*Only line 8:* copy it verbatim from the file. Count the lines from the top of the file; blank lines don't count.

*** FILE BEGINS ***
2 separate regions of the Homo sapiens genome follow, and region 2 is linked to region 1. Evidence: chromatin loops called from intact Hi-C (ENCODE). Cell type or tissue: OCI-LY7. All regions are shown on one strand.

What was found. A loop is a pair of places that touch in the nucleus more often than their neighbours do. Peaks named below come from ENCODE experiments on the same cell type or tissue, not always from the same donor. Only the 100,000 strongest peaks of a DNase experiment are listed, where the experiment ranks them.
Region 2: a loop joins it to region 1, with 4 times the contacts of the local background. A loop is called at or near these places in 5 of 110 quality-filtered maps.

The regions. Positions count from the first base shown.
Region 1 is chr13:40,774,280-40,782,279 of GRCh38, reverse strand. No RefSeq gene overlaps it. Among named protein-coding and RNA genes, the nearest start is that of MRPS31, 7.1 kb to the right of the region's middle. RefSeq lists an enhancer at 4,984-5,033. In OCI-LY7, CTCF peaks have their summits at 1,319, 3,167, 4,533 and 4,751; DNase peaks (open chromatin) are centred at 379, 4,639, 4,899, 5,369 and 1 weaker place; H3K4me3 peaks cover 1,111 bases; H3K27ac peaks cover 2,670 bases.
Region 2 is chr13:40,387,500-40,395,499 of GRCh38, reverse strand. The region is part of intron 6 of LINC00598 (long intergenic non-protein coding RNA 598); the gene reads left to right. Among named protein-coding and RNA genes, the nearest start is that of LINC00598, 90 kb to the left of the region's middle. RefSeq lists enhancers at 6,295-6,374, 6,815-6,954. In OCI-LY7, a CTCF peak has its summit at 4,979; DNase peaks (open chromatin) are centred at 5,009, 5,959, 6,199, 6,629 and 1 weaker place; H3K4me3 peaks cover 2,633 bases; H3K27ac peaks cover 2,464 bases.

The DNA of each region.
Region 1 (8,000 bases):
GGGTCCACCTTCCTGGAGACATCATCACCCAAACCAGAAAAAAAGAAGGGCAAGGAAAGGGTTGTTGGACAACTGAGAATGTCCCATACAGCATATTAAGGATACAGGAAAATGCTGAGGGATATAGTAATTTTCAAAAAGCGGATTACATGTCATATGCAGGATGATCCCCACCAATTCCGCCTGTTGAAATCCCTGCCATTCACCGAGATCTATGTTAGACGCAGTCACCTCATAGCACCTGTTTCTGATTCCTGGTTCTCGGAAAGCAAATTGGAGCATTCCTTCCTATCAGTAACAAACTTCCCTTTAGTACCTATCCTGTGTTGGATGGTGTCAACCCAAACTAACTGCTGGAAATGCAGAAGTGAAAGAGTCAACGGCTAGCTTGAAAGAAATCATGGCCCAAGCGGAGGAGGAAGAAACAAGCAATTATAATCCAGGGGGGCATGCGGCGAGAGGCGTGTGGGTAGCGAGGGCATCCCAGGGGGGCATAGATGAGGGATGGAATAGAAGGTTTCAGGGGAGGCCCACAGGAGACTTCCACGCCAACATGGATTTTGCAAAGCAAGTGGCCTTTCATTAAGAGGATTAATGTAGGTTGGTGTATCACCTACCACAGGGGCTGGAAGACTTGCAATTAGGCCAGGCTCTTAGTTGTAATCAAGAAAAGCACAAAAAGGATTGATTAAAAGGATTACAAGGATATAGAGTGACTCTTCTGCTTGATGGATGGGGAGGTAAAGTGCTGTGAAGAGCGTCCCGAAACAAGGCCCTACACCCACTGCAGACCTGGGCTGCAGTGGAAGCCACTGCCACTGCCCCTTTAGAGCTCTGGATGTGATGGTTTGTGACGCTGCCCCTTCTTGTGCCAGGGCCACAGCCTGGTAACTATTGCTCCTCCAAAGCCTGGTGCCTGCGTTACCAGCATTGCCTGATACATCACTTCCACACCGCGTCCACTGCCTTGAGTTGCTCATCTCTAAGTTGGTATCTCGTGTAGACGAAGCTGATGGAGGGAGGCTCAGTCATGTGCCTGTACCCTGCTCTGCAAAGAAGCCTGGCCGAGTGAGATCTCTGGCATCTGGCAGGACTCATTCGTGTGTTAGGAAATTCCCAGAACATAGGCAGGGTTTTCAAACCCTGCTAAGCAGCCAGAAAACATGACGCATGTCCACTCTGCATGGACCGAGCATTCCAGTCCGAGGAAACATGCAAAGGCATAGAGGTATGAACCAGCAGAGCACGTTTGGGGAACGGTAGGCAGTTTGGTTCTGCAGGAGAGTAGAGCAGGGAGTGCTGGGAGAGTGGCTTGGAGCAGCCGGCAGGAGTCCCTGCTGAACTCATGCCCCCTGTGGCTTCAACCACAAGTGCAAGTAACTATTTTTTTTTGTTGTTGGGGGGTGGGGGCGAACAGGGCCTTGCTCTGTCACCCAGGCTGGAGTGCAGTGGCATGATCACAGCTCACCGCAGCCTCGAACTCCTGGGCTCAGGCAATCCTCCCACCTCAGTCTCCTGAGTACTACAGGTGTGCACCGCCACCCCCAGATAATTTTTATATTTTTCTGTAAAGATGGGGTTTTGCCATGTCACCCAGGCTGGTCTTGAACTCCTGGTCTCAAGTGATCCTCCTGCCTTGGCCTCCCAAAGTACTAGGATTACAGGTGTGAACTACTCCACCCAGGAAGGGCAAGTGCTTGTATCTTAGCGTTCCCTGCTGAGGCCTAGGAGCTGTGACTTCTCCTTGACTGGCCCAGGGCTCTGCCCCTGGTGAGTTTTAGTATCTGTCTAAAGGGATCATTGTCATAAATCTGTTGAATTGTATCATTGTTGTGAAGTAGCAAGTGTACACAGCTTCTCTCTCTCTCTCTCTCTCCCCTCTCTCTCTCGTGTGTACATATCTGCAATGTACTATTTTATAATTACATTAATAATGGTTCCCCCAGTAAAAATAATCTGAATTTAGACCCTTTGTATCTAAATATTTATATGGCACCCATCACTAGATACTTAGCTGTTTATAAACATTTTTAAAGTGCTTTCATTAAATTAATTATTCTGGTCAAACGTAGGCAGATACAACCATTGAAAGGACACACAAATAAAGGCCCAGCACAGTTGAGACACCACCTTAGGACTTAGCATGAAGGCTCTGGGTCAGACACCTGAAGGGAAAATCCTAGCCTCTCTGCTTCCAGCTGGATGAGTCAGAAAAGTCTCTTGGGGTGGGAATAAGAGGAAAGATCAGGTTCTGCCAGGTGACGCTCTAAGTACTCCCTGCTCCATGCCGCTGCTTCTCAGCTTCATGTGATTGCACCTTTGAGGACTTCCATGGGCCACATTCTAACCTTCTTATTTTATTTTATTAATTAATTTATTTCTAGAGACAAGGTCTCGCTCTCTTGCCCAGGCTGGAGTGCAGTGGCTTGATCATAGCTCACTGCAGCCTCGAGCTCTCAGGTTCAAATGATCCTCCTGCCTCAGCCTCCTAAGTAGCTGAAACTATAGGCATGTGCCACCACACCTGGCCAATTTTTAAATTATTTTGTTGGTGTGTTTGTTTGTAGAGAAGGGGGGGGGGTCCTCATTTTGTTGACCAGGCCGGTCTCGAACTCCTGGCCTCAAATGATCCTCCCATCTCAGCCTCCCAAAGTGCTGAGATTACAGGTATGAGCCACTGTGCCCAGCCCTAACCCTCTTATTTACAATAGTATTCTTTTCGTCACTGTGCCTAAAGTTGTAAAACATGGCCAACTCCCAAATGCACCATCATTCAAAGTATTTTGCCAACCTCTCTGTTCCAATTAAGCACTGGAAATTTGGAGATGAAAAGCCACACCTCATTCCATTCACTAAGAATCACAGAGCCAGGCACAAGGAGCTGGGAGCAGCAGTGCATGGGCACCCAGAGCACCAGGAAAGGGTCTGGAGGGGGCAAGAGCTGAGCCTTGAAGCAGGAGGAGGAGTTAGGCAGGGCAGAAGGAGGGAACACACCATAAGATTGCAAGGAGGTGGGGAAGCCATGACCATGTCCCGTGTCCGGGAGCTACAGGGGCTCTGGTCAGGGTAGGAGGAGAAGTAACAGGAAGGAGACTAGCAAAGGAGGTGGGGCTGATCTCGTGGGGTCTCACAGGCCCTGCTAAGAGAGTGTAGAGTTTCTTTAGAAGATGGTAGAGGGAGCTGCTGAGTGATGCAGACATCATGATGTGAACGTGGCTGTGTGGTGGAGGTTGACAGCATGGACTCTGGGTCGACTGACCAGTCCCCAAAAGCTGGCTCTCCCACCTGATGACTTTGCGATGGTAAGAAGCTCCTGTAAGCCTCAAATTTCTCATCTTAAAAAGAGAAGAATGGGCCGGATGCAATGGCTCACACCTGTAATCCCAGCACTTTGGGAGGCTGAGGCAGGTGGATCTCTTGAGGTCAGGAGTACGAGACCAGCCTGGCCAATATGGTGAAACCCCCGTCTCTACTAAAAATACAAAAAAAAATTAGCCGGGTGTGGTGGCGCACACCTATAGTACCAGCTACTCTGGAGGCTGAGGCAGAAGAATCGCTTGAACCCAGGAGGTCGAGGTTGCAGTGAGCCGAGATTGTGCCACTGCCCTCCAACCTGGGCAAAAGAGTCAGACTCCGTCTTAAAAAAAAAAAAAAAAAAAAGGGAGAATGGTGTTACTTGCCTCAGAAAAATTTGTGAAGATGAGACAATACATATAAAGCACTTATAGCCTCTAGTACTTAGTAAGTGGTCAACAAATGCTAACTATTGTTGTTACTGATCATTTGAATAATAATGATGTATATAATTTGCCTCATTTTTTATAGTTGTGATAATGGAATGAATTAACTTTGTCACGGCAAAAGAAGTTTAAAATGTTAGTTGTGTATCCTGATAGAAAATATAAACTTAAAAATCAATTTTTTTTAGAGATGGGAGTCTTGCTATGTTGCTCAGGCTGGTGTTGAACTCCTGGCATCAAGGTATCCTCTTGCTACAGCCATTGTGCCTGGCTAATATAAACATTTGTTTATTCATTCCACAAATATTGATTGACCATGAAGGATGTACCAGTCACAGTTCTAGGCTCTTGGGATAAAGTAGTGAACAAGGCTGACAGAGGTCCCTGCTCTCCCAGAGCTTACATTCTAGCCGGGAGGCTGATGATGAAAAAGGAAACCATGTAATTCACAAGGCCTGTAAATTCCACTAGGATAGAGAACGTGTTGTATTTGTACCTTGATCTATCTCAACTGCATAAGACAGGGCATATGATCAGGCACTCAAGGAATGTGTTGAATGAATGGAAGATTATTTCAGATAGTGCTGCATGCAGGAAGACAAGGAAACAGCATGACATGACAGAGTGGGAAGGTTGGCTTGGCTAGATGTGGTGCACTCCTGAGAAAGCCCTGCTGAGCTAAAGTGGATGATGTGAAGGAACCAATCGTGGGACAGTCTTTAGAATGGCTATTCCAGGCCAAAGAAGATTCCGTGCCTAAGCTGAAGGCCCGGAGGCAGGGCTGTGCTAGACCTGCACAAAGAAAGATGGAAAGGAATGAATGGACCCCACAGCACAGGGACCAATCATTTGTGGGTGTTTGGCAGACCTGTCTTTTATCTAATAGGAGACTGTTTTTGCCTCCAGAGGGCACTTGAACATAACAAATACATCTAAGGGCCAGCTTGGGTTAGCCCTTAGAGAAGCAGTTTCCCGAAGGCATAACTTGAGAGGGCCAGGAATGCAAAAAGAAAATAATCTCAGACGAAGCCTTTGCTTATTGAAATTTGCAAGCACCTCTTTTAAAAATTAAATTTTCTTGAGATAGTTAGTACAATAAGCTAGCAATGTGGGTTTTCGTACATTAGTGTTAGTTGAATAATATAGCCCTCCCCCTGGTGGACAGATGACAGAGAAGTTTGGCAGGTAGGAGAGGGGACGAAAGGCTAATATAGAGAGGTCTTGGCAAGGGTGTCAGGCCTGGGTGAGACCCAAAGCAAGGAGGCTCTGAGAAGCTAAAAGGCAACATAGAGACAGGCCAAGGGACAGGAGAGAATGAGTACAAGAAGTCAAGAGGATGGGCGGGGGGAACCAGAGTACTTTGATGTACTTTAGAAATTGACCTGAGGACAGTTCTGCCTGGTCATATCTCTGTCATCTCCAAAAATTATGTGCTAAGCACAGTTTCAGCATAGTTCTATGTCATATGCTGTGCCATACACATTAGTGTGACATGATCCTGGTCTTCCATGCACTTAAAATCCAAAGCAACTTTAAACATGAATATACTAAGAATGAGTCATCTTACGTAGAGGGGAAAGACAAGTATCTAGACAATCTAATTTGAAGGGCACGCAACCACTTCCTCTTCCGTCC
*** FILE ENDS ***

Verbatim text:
Region 1 (8,000 bases):